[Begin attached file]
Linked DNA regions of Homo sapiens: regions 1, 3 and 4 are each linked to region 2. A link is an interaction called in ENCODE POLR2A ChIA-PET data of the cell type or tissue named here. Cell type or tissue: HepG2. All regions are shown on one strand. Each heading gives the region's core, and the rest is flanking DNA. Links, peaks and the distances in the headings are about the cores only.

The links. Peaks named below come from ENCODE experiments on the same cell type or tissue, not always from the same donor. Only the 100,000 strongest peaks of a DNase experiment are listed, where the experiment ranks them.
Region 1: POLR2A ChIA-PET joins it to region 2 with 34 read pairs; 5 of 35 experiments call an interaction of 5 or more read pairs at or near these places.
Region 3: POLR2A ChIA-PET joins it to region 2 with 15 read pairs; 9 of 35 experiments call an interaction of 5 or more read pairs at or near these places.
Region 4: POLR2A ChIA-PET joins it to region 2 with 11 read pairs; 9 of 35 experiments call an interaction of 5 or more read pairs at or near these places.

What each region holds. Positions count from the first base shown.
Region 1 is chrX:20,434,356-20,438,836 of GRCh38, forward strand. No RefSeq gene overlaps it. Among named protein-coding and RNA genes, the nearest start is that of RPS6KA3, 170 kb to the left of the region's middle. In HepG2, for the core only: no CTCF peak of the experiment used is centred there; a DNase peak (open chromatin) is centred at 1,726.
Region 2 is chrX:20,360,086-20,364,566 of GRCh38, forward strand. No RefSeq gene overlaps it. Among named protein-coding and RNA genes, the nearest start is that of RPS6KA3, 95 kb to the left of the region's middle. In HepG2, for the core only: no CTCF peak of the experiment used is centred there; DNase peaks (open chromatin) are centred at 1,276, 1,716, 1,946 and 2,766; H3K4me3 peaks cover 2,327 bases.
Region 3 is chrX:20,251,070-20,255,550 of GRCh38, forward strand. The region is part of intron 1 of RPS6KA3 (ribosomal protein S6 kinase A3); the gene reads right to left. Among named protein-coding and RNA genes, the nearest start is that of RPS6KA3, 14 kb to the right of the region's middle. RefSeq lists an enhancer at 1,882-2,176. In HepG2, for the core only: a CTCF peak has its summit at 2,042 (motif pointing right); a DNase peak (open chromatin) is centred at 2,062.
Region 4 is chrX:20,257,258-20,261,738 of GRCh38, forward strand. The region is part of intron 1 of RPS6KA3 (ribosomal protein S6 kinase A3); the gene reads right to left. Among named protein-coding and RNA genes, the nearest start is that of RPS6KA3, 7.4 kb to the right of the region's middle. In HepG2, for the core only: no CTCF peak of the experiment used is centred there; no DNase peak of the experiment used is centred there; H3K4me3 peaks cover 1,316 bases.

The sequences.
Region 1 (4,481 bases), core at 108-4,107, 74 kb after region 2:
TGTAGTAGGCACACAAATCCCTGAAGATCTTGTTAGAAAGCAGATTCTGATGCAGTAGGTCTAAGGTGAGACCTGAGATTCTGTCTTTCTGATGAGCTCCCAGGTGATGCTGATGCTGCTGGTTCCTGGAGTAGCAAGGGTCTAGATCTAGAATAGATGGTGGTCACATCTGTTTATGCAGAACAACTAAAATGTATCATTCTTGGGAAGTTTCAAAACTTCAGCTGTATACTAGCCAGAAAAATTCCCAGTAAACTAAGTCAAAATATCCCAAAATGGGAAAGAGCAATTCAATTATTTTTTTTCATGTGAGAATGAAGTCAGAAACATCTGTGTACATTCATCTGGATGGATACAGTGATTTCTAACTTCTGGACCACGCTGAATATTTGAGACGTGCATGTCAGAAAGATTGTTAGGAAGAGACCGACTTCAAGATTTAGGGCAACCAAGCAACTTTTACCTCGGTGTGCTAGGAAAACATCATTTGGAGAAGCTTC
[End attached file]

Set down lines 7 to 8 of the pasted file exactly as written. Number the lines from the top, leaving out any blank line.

Region 1 is chrX:20,434,356-20,438,836 of GRCh38, forward strand. No RefSeq gene overlaps it. Among named protein-coding and RNA genes, the nearest start is that of RPS6KA3, 170 kb to the left of the region's middle. In HepG2, for the core only: no CTCF peak of the experiment used is centred there; a DNase peak (open chromatin) is centred at 1,726.
Region 2 is chrX:20,360,086-20,364,566 of GRCh38, forward strand. No RefSeq gene overlaps it. Among named protein-coding and RNA genes, the nearest start is that of RPS6KA3, 95 kb to the left of the region's middle. In HepG2, for the core only: no CTCF peak of the experiment used is centred there; DNase peaks (open chromatin) are centred at 1,276, 1,716, 1,946 and 2,766; H3K4me3 peaks cover 2,327 bases.